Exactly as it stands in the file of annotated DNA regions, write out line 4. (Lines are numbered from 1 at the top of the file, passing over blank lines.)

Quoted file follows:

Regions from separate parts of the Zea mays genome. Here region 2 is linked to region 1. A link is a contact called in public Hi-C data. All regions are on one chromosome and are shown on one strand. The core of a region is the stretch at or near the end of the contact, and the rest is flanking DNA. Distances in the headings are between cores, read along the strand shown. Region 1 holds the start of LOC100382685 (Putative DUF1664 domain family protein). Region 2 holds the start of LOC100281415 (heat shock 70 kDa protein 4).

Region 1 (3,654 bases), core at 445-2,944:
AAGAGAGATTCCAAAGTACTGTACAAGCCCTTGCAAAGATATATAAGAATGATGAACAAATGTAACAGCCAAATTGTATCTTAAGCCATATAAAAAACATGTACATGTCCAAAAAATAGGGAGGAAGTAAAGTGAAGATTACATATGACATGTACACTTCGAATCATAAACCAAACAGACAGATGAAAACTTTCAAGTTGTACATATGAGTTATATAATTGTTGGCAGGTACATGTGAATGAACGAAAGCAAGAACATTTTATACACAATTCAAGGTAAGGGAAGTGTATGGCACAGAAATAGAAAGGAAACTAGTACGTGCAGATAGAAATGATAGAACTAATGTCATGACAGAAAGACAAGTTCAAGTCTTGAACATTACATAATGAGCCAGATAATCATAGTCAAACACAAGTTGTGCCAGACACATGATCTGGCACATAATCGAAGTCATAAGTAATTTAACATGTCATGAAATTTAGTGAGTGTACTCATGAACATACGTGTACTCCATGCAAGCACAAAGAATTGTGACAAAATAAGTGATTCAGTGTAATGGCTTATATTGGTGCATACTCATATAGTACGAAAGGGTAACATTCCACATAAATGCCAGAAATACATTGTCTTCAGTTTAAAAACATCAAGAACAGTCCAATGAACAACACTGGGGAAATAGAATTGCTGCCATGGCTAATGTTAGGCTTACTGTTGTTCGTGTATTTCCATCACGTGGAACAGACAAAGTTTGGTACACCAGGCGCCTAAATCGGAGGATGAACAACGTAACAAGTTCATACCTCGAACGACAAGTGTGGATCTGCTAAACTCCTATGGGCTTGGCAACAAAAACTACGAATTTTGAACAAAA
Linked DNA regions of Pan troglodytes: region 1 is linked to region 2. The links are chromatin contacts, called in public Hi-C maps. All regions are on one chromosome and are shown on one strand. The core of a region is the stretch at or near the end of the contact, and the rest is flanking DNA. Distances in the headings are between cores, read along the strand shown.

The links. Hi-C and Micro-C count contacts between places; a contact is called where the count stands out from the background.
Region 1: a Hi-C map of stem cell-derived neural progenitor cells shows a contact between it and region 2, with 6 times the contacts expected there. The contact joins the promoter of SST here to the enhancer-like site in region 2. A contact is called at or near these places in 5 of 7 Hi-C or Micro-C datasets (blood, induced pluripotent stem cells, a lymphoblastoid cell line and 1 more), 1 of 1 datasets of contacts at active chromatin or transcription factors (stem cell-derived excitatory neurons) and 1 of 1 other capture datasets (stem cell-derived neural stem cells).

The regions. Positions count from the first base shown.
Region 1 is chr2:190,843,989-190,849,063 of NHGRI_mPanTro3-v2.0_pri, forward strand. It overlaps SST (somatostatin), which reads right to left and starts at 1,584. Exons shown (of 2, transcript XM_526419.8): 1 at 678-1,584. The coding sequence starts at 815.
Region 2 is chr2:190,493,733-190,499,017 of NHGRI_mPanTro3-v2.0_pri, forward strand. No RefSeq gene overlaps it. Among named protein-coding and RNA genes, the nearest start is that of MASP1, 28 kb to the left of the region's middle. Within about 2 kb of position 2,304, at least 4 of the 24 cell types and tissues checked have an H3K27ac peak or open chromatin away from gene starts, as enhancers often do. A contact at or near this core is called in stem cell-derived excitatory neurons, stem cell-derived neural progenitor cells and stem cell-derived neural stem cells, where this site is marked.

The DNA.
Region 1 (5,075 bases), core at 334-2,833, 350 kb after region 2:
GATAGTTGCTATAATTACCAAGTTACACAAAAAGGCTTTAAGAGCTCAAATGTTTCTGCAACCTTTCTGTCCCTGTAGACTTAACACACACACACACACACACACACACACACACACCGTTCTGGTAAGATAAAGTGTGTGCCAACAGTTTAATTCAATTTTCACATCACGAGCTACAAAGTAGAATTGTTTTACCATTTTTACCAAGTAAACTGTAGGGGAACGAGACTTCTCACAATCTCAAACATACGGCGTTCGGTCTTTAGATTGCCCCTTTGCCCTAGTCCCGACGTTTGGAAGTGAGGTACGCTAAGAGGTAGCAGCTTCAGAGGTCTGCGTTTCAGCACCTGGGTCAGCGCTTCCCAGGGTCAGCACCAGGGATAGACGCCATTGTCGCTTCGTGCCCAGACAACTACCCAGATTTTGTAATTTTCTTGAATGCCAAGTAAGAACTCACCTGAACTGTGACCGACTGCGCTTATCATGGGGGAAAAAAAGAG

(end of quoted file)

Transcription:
Linked DNA regions of Pan troglodytes: region 1 is linked to region 2. The links are chromatin contacts, called in public Hi-C maps. All regions are on one chromosome and are shown on one strand. The core of a region is the stretch at or near the end of the contact, and the rest is flanking DNA. Distances in the headings are between cores, read along the strand shown.